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Today’s papers are filled with the news that ecommerce fashion hero ASOS is suffering a demise. Apparently, it’s no longer the ‘market’s favourite outfit’ as shares have plummeted by a third, knocking £1.2billion off its value.

The group has confirmed that a change in strategy – driven by the strong pound – will see it slashing prices for non-UK customers and relying heavily on less profitable sales to British shoppers.

What’s interesting about this as a marketer is how a brand from such humble beginnings grew so rapidly in the first place. And, of course, philosophising about what its next move will be.

Looking at ASOS’ (formerly known as ‘As Seen On Screen’) history is like studying a ‘guide to online retailing for dummies’ as it’s so formulaic, not to mention well-planned.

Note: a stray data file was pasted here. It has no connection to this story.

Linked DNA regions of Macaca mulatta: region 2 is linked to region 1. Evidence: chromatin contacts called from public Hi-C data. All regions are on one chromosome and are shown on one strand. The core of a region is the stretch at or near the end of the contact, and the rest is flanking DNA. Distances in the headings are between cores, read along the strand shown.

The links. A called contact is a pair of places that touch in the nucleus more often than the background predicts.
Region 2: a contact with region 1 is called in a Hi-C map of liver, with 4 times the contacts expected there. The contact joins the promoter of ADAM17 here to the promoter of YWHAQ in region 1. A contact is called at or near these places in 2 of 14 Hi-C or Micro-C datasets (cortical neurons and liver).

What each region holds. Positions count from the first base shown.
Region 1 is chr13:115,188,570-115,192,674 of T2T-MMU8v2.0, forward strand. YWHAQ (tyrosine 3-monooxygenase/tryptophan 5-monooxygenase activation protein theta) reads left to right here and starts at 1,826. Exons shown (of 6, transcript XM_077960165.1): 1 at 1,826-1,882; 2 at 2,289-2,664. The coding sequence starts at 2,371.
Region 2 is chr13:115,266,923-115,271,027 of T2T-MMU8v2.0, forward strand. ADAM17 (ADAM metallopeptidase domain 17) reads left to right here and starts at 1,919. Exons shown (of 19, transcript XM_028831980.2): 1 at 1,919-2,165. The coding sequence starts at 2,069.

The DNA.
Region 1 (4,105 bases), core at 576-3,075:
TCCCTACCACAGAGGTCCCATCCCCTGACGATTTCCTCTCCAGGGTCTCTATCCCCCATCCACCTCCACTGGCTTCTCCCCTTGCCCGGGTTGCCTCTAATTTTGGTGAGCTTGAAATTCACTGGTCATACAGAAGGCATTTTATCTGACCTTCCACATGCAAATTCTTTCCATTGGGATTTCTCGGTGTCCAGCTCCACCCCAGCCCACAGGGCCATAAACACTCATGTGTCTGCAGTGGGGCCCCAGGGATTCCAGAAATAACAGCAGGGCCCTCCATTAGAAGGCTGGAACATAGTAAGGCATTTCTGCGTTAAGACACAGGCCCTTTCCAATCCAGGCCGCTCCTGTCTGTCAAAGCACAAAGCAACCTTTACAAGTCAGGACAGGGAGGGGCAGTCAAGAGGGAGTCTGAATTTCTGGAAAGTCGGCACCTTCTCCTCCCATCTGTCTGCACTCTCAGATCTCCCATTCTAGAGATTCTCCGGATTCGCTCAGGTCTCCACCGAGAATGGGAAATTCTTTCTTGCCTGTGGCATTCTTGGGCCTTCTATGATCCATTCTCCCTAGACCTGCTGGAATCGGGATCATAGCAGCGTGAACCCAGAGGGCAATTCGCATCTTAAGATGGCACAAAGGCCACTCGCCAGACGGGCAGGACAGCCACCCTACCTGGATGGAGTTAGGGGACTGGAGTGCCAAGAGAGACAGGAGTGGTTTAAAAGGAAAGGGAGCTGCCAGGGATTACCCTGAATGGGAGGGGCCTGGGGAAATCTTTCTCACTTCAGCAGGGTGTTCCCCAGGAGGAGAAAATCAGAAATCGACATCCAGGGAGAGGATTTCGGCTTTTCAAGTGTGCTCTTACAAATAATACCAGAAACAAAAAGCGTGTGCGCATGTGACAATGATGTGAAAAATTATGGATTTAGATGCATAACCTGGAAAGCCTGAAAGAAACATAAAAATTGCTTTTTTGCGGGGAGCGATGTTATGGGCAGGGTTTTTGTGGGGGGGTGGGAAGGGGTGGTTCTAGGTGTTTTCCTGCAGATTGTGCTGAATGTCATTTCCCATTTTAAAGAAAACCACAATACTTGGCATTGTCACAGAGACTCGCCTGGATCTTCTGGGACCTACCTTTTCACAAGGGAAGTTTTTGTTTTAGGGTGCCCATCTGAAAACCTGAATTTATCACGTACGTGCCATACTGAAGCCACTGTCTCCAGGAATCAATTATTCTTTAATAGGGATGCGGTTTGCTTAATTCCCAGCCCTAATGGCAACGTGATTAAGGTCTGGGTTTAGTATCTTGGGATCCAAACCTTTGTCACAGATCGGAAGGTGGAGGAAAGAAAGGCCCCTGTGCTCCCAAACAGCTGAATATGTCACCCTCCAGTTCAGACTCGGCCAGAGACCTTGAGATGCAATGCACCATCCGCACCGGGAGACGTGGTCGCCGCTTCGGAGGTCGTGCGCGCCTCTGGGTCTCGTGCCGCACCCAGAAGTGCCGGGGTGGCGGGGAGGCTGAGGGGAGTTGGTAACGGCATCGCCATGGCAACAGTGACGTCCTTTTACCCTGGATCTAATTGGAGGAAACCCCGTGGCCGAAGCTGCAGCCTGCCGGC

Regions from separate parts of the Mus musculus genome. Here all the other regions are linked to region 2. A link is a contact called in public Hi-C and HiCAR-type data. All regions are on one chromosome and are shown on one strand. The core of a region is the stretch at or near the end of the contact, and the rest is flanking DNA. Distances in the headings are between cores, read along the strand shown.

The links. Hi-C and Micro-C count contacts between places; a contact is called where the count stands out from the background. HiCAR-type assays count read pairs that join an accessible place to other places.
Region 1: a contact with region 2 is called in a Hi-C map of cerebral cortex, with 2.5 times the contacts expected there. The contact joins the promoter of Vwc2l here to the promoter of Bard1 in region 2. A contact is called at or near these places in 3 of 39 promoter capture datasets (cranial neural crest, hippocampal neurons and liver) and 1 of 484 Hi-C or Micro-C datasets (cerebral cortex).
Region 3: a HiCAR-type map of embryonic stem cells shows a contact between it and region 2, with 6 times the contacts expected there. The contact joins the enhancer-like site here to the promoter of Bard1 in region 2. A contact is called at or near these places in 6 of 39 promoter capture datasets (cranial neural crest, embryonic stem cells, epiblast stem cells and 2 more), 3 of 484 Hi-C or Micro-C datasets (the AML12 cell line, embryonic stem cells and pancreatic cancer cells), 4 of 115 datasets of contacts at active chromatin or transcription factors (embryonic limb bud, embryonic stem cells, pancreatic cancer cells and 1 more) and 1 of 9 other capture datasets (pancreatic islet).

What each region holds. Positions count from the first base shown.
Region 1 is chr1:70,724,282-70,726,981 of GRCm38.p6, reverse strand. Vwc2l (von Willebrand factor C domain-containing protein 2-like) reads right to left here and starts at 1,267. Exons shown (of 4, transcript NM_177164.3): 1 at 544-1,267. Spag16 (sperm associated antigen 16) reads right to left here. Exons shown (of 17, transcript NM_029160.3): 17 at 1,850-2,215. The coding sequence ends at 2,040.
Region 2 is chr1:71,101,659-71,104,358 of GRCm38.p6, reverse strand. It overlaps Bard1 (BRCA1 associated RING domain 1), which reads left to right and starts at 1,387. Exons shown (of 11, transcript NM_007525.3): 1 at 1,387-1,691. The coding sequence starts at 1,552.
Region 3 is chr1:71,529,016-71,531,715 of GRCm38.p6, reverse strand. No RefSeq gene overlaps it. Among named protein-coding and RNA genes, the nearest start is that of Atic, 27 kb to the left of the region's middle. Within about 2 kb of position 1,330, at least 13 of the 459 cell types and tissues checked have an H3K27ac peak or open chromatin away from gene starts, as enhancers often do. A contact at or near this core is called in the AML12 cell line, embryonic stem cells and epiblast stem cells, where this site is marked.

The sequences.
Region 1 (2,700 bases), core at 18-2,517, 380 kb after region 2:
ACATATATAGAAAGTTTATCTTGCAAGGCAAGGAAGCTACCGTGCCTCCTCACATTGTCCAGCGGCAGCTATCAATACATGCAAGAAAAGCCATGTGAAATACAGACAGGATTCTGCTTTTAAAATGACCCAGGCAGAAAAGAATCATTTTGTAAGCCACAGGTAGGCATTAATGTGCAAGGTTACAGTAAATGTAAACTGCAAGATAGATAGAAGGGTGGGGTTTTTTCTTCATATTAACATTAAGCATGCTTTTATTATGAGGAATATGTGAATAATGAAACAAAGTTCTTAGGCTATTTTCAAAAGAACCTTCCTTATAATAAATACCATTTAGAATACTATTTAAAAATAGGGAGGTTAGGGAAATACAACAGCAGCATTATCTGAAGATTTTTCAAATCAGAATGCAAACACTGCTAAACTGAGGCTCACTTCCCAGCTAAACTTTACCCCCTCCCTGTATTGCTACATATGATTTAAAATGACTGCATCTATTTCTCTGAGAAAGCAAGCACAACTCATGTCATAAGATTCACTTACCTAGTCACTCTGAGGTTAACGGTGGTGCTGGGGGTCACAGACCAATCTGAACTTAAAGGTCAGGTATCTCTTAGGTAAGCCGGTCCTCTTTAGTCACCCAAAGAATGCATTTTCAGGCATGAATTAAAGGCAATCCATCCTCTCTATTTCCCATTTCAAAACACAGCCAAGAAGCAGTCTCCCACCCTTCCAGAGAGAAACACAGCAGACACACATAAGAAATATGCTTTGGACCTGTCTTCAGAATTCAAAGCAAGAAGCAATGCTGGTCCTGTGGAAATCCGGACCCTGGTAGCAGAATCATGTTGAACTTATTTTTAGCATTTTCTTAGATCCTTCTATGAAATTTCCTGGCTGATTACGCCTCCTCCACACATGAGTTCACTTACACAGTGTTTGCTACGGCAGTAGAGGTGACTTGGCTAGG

Launched in 2000 as a place for young women to snap up their celebrity idol’s copycat looks, it soon became the number one shop for fashionistas looking for a wide variety of brands all under one roof. ASOS now lists over 850 names, with stores such as River Island and New Look at one end of the spectrum, to vintage Chanel handbags at the other.

Moreover, a complete 180-degree shift has occurred, as A-listers are now being papped wearing ASOS styles to showbiz events. None other than America’s First Lady, Michelle Obama, was pictured wearing one of its dresses on the campaign trail in 2012, seemingly completing the online retailer’s fashion circle.

So, what is ASOS’ secret? In truth, it’s nothing revolutionary – rather it’s down to a team of high quality designers, buyers and stylists delivering a fast turnover of the latest trends. Its grade A customer service, offering fuss-free returns and up-to-the-minute support via its dedicated Twitter account – @ASOS_HereToHelp – goes a long way to securing its loyal fan base of savvy shoppers.

Is the so-called demise something to fear, then? Judging by the number of ASOS-shaped parcels received at Peppermint Soda HQ alone, I’d say it’ll be just fine.